Prompt that I turned to in my writing book at 2am when I woke up from a bad dream and couldn’t get back to sleep:
What tortures you and awakens you at night?
Considering it’s 2:30am as I write this, because I had a horrible and irritating dream about filling out a check request form at work in the wrong way, and thus not being able to buy the youth grilled cheese sandwiches that the restaurant didn’t even have, and thus messing it all up, because I also didn’t have any of my own personal money to sacrifice to save my ass in this situation and satisfy the grilled cheese sandwich-hungry youth, because my landlord charged my account twice for rent this month so my bank account is -$650 (this is actually true). So I’m awake, and a bit tortured.
What’s harder than that, though, is why I can’t get back to sleep. It’s starting again. But unlike the anxious dreams, the thought of her eyes that keep me awake are a different kind of torture. The last eyes that did this to me were a deep shade of brown. Black, almost. These eyes are lighter, but with huge pupils that can at times also make them look black, almost. It’s not just her eyes that are keeping me awake, but it’s what I want to do with the mind and body connected to those eyes.
I hope this whole affair doesn’t ruin my writing.
Because I don’t want eyes to be all that I can write about. Can I be obsessed with—or tortured by—something and still write about other subjects?
It’s all in my head.
I imagine you lying in my bed at the beginning of something that might evolve into a you and me sort of thing, and you ask me to tell you a story, because you hate your body and it’s keeping you from falling asleep. I know what this feels like. So I mull over which story to tell you, because I want it to feel good on your skin. I want to skip the sad parts, but also not get too funny with it, because after all we are trying to get to sleep. Which is something we’ve both had a hard time with lately. Our minds keep us awake.
I want to tell you a story that’s kind and curious—full of wonder and calm. I also want it to be one of my stories, because after all, we are just starting to get to know one another, so if I’m going to tell you something, it needs to be good and it needs to be about me.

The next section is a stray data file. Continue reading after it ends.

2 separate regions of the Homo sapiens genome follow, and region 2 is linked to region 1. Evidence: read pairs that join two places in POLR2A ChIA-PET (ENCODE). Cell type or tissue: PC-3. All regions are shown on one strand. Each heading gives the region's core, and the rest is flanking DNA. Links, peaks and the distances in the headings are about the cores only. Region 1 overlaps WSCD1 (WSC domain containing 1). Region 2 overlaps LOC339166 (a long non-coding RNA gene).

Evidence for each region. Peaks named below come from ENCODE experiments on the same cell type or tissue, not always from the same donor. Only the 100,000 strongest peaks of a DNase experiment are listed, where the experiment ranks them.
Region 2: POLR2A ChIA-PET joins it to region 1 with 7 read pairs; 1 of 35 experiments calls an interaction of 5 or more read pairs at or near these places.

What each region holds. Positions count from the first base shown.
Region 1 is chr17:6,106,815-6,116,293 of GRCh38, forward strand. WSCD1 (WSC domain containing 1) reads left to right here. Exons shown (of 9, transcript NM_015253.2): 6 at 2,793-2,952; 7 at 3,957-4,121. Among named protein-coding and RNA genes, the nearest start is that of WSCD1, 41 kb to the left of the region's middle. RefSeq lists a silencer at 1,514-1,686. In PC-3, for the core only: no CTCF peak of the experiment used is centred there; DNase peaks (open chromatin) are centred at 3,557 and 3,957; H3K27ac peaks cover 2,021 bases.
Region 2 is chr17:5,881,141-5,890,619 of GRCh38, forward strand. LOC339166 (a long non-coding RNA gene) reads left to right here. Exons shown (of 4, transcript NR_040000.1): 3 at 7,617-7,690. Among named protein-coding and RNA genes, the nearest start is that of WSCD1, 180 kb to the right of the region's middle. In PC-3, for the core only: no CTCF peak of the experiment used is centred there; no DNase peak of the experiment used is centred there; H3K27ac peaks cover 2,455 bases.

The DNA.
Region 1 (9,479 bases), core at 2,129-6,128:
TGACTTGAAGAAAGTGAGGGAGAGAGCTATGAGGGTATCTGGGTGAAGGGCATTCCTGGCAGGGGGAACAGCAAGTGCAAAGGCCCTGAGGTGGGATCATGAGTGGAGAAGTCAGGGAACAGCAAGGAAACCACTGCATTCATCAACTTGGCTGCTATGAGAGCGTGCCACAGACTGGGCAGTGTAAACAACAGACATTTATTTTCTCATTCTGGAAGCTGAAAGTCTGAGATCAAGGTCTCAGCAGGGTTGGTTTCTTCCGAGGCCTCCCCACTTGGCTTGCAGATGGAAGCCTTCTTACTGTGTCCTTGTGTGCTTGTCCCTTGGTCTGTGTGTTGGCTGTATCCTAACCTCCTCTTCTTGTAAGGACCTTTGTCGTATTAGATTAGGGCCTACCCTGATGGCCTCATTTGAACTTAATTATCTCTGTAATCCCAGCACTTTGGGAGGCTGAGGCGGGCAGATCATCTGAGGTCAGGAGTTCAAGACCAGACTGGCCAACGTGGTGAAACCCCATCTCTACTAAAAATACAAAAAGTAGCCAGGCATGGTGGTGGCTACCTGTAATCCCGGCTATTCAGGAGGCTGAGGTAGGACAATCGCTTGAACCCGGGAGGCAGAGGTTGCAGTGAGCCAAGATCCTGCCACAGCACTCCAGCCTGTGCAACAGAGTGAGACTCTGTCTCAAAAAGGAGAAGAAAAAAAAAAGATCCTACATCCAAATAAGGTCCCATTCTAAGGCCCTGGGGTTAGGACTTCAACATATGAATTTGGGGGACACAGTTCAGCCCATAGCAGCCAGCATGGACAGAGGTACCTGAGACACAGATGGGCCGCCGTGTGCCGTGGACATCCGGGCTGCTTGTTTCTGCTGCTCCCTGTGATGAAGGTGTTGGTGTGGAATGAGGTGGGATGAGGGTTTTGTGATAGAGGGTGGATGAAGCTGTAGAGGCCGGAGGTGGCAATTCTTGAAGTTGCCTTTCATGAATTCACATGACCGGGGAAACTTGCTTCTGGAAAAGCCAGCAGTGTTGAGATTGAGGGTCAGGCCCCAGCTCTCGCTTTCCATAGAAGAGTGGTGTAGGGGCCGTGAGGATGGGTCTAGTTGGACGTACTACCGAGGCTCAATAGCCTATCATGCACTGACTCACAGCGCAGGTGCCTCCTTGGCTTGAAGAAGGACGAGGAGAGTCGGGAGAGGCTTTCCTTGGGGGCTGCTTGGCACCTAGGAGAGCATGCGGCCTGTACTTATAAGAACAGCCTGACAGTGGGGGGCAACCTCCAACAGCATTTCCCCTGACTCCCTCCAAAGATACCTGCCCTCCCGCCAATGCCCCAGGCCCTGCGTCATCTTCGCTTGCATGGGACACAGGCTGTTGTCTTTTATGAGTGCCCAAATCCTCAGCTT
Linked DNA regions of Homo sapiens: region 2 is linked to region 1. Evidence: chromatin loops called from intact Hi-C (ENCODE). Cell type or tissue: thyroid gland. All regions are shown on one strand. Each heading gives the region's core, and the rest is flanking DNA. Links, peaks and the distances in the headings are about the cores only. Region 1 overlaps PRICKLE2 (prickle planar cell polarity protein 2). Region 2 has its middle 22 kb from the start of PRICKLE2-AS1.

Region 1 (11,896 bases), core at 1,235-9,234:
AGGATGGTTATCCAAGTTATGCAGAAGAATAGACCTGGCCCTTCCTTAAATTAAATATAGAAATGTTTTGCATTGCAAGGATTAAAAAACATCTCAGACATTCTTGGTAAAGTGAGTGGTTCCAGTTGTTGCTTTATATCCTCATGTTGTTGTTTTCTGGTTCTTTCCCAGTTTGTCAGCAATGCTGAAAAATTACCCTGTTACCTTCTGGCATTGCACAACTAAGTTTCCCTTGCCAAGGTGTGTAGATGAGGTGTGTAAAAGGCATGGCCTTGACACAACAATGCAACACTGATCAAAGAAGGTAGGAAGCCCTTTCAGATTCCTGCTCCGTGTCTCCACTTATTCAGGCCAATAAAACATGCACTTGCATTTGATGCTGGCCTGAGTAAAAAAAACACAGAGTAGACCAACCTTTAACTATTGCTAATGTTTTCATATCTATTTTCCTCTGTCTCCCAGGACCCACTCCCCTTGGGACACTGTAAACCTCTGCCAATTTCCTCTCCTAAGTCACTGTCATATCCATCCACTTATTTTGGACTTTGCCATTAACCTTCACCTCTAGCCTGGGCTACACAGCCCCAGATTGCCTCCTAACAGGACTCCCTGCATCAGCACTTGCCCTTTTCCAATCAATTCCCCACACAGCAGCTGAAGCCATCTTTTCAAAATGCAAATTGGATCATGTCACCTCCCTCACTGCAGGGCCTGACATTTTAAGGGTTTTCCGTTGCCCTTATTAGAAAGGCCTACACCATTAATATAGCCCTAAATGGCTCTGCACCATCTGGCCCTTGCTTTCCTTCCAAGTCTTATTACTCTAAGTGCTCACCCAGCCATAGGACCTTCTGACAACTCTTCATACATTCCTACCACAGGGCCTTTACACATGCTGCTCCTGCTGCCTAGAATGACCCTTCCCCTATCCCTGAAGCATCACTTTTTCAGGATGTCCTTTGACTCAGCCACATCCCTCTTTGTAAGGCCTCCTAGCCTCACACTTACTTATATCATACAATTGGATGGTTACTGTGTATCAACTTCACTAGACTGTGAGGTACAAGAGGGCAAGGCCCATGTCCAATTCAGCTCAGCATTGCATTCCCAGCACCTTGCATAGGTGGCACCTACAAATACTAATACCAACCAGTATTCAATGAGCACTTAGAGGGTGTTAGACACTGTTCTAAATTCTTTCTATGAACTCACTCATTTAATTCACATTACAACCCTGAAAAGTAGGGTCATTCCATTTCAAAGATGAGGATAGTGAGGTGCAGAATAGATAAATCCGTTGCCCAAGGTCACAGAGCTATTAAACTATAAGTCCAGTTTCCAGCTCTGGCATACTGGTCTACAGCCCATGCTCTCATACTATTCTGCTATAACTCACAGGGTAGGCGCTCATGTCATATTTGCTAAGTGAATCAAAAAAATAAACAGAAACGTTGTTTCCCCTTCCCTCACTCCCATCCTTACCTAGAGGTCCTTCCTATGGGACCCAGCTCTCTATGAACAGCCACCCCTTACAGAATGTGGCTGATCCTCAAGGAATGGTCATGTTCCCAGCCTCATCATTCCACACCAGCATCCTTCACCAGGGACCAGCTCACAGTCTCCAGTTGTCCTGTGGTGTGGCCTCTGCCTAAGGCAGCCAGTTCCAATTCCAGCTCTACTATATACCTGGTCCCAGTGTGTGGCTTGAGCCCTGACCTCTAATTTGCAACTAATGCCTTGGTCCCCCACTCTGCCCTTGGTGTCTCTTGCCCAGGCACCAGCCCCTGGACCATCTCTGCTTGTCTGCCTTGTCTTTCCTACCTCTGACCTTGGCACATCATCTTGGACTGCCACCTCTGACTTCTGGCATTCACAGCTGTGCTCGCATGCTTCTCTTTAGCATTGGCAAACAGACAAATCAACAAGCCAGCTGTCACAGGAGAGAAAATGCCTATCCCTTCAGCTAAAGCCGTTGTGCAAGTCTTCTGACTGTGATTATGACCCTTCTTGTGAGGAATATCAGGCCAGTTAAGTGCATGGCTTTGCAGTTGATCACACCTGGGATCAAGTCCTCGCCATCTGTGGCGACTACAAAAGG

I choose the story about the forest I used to walk through alone when I was eight. The forest sat right next to my house in Colorado. As I’m lying there, holding the pillow I know is too small to be your body—and that doesn’t phase me at all because it could feel like a part of you, so I’ll go with that, and besides the color of the pillow case looks like the darker ring of brown that circles your pupils before jumping into the almost black—and I begin to rock you to sleep with words about space and nature and childhood independence. I tell you about the road that was more like a path, the rickety swing set with butt-piercing splinters, and big bumblebees. And in all of these details about rooms and yards and yucca plants and gardens and imagined tree houses, my mind suddenly recalls how the neighbors at the end of our long gravel driveway raised peacocks.
I’m more awake now than I meant to be when I started telling you—the you who doesn’t even know she’s here—about my forest. This peacock detail throws me off guard, because here I was telling you who’s really a pillow about my childhood, and now there’s this brilliantly colored exotic bird sitting in the middle of it, and it all feels so fantastical. As if it’s too much to be real, because now in my made-up conversations with you who’s not really here, I’m concerned with telling the facts. Suddenly I want to text my mom and ask her if our neighbors in Elizabeth did indeed raise peacocks. But it’s late, and what if my mother answers with, “What the hell are you talking about?” How could I fit that into my story for you? I wanted to tell you something that was comfortable and soothing, but now I have this bizarre story about exotic animals that just shouldn’t exist in small town Colorado.
But then again I did tell you the detail of finding the random bowling pin in the middle of my forest, so I guess the sensible lullaby was shot to hell long before I got to the peacock.
This story keeps us awake and giggling, and I kiss the soft pillow that is not the top of your head, and realize I’m torturing myself by imaging something I am only dreaming is there.
Because for a second the brown pillow and one way giggles actually feel more real and plausible than the peacock. But in my head, I know the peacock was most likely there, and I know for a fact that you are not here. This tortures me.